Religion, to Perry, is unfortunately more often part of the problem than the solution. Perry is, in a reversal of the usual phrase, religious but not spiritual. Religious ritual like the blessing of the banners inspires him, but the idea of God, invisible and ineffable, is too immaterial and abstract, religion too bound up with notions of permanence and patriarchy. Religions, for Perry, are too often clubs of the like-minded. Yet in the pages of scripture we do see glimmers of the kind of liberation of gender roles Perry reaches towards in his art. At times, biblical characters conform to the cultural expectations of what men and women should be like: David fights Goliath, Martha prepares food for her guests. But at other times they don’t fit the gender norms at all, with David also dancing, playing music and writing poetry, Mary learning as a disciple, Jesus welcoming children, Deborah leading a nation and Jael putting a tent-peg through Sisera’s head, hardly lady-like behaviour by anyone’s standards. Creativity itself, the making of art, is associated with the Holy Spirit- often seen as feminine- yet, in the book of Exodus it is the male craftman Bezalel who adorns and embellishes God’s house.
According to Perry, gender roles are performed, that is, they are to a large extent learned, and not innate or fixed. A more rigid or fixed view of gender- that there are innate tasks or roles distinctive to men and women- is one that we would more readily associate with the Christian Church, where arguments over women in leadership have probably led us to emphasise the differences between women and men too much. But a more orthodox Christian viewpoint is that our gender is only one part of what makes us human. In the letter to the Galatians that we heard, Paul writes that “There is no longer Jew or Greek, there is no longer slave or free, there is no longer male and female; for all of you are one in Christ Jesus”. Sometimes when this text is quoted, it’s quickly followed by a “but” and it’s pointed out from other things that Paul later wrote that he never intended by this statement to change the structures of society, where primarily it was men who led and dominated. But here Paul, is in apocalyptic mode. He’s dreaming dreams, sowing the seeds of the inclusive kingdom Jesus spoke of. Paul wanted his followers to be free from the conventions of the law, and there is a sense of Gospel dynamism in his statement that relativizes male and female, some small stirrings of the kind of radical change and gender justice Perry challenges us with in his art.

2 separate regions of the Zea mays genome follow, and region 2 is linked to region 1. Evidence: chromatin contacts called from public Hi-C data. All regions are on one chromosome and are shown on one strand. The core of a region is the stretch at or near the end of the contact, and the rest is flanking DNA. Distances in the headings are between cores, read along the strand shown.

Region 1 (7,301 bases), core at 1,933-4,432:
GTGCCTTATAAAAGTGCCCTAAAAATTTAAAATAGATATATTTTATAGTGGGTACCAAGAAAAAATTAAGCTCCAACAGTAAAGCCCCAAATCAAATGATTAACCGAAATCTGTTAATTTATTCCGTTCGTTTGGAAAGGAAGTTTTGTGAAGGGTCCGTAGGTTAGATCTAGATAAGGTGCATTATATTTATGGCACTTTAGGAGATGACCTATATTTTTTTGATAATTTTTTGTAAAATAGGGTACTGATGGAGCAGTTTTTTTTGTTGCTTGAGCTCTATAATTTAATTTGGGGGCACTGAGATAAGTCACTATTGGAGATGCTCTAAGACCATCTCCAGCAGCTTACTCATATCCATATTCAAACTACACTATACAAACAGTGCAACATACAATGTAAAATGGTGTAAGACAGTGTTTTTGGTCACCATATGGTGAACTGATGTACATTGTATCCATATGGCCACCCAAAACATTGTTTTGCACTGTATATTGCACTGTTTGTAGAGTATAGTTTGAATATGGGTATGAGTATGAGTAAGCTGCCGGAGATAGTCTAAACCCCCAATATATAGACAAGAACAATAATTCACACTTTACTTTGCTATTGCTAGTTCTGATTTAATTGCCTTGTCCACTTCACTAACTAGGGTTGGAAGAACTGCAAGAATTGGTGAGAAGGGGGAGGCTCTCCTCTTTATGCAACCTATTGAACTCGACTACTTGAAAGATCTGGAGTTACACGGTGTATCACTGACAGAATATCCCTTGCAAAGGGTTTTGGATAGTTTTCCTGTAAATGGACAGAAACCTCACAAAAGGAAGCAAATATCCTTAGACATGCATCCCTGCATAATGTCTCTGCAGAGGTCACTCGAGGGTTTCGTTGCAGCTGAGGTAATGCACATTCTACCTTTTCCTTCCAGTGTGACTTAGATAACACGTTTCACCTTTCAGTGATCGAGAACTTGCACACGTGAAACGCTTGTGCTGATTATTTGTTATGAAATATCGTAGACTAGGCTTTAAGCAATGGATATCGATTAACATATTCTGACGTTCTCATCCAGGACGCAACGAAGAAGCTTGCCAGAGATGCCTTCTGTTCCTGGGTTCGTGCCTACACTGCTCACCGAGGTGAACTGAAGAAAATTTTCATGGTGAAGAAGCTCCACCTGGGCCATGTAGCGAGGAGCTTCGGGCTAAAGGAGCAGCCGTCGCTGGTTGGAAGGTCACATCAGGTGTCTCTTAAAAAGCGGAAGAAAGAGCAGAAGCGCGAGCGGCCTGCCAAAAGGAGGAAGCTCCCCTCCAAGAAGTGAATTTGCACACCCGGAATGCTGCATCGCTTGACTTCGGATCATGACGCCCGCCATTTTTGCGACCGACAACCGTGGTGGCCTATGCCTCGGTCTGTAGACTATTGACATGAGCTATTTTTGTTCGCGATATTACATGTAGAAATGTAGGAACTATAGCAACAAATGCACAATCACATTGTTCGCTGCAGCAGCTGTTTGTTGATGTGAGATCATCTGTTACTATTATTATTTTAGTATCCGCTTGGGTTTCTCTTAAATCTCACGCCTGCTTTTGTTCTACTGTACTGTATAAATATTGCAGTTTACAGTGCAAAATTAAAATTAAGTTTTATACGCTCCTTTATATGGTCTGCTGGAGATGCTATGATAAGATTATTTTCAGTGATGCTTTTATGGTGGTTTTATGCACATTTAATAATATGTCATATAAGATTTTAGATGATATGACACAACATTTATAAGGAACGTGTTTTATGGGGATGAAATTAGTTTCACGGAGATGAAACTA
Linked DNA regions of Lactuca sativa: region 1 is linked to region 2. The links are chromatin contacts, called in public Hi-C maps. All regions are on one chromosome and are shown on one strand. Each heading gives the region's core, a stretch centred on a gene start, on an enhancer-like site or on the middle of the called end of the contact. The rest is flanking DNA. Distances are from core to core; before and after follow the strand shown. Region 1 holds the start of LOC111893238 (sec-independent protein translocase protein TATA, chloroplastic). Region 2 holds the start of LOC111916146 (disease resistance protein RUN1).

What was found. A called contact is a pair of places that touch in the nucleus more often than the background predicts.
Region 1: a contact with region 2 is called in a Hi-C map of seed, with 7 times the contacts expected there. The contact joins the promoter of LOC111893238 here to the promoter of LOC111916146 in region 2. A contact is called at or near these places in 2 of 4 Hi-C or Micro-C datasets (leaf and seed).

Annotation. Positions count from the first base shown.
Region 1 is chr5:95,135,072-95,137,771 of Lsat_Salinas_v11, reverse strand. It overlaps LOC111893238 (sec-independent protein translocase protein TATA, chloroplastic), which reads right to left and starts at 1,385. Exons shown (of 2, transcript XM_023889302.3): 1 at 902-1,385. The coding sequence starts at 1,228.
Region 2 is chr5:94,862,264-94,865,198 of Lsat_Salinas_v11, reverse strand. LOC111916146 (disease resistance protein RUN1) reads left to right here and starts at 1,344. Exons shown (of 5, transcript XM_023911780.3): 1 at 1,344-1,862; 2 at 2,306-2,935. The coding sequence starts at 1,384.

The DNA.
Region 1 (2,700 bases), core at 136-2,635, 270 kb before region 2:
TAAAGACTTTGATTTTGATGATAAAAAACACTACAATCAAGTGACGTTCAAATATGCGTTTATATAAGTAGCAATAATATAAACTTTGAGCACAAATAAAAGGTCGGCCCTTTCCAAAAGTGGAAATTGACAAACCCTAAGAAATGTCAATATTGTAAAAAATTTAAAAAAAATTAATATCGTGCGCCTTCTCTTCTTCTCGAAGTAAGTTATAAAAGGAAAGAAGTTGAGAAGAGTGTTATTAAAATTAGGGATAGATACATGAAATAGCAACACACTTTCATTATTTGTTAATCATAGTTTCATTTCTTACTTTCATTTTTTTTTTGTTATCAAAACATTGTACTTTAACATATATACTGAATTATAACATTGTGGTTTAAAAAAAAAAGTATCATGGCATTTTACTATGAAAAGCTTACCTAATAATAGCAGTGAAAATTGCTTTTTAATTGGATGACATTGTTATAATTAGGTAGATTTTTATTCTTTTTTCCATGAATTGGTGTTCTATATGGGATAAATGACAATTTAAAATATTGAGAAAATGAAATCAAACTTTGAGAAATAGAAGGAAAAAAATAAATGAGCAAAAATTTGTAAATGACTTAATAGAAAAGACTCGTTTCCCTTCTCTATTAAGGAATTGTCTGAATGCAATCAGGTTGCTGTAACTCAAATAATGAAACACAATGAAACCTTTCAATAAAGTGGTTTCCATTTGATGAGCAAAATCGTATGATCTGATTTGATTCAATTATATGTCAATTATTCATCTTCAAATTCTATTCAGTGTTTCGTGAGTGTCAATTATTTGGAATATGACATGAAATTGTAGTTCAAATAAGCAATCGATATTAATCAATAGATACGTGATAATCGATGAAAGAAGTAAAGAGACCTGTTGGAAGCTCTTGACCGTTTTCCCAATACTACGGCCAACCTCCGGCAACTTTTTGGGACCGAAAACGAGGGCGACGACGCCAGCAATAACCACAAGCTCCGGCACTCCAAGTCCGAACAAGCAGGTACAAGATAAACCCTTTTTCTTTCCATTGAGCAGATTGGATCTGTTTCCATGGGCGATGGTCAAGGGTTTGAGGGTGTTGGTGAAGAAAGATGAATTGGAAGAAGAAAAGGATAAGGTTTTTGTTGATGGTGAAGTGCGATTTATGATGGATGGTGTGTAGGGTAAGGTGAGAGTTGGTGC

Perry has challenged the art establishment with its desire to attract larger audiences and yet to not to be popular, to remain “elite”. “The art world,” he writes, “has its own set of values that aren’t necessarily the same as the values of a more democratic, wider audience” (quoted in Jenny Uglow, Grayson Perry: Meaning Making, 2018, p.10). Many people feel awkward when they enter a gallery, not knowing how to make sense of modern art. The same could be said of how many people feel when they enter a Church. How can we, in the Church, be more welcoming of all? If Claire, Perry’s altar-ego, entered our Cathedral today, flamboyantly dressed, would this make us uncomfortable? Or cause offence? Perry’s beautiful and detailed artworks challenge us to be more inclusive, more flexible in our approach, to make our churches places where everyone can tell their stories. What is important about a person is not their biological sex, but whether they belong to Christ: so may our churches be places where all can flourish and use their gifts, artistic or otherwise, and where diversity is celebrated and everyone in the human family is made welcome.